Flask uses the Jinja2 templating engine to render HTML templates. First, we need to create a folder named templates inside our project folder. Inside the templates folder, create two new HTML files: index.html and greeting.html.

Open index.html and add the following code:

<!doctype html> <html> <head> <title>My First Flask App</title> </head> <body> <h1>Welcome to My First Flask App!</h1> <form action="/greet" method="POST"> <label for="name">Enter your name:</label> <input type="text" id="name" name="name" required> <input type="submit" value="Greet me!"> </form> </body> </html>

This HTML code creates a simple form that asks the user to input their name. When the form is submitted, it sends a POST request to the /greet URL.

Next, open greeting.html and add the following code:

<!doctype html> <html> <head> <title>Greeting</title> </head> <body> <h1>Hello, {{ name }}!</h1> <p><a href="/">Go back</a></p> </body> </html>

This template displays a personalized greeting based on the user's input. The {{ name }} syntax is a Jinja2 placeholder that will be replaced with the user's name when the template is rendered.

Handling Form Submissions

Now that we have our templates, we need to modify our Flask app to handle form submissions and render the appropriate templates.

Open and update it with the following code:

from flask import Flask, render_template, request app = Flask(__name__) @app.route('/') def index(): return render_template('index.html') @app.route('/greet', methods=['POST']) def greet(): name = request.form['name'] return render_template('greeting.html', name=name) if __name__ == '__main__':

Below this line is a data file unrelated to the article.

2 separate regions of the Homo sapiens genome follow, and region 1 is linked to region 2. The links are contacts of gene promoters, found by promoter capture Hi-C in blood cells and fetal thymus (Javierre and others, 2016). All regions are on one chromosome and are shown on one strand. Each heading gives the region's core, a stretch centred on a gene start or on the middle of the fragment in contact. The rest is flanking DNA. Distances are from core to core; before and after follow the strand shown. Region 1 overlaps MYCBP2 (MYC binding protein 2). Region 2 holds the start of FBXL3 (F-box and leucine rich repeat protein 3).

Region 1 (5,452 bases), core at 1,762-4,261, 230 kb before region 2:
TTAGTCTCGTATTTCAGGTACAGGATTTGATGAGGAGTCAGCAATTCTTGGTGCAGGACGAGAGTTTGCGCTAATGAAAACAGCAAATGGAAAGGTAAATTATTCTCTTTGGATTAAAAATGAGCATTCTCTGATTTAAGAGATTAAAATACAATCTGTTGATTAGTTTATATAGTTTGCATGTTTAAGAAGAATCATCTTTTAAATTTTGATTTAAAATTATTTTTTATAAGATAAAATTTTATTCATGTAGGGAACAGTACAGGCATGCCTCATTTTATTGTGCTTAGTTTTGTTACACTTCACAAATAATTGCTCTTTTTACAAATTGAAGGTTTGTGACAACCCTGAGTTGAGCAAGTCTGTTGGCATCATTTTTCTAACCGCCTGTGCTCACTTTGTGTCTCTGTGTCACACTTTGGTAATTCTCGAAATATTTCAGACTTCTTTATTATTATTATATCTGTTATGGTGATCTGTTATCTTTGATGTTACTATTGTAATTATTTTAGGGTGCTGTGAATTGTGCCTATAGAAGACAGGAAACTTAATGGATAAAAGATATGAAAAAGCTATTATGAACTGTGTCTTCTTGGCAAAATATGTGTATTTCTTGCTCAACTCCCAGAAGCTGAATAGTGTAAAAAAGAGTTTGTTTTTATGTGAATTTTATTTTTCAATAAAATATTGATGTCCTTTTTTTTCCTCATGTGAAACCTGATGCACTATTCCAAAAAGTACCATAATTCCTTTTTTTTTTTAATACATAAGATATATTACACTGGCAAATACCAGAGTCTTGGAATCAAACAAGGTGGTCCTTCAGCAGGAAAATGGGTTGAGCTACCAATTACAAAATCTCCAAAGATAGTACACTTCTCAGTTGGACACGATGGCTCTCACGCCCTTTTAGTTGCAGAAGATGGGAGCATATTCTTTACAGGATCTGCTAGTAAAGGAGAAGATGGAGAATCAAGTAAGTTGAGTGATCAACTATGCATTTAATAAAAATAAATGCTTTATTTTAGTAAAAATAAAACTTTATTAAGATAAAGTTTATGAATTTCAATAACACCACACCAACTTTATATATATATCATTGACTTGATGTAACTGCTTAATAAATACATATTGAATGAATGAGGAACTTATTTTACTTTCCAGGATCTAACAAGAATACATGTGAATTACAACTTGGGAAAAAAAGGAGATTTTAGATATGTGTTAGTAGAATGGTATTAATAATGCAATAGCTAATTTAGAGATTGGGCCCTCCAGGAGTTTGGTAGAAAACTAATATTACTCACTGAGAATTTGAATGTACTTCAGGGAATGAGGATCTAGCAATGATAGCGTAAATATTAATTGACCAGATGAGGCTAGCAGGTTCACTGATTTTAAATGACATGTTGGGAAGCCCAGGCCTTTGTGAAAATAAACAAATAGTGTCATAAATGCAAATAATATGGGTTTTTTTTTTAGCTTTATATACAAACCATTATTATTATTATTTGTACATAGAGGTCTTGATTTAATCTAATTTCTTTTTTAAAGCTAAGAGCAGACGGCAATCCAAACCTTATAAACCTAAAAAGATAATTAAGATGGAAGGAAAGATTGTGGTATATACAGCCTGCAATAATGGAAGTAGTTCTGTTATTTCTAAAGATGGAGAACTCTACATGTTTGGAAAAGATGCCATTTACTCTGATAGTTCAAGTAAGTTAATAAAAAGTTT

Here, we've made the following changes:

  1. We imported the render_template and request functions from the flask module.
  2. We updated the hello function to index and changed its return statement to render the index.html template.
  3. We added a new route and function, greet, which handles the form submission. It gets the user's name from the form data, and then renders the greeting.html template with the user's name.

Restart the Flask app by pressing CTRL+C in the terminal or command prompt, and then running python again. Navigate to in your browser, enter your name in the form, and click "Greet me!" You should see a personalized greeting based on your input.


How can I deploy my Flask app to a web server?

There are several options for deploying your Flask app to a web server, such as using a platform-as-a-service (PaaS) provider like Heroku or a virtual private server (VPS) like DigitalOcean. The Flask documentation provides a deployment guide with more information on various deployment options.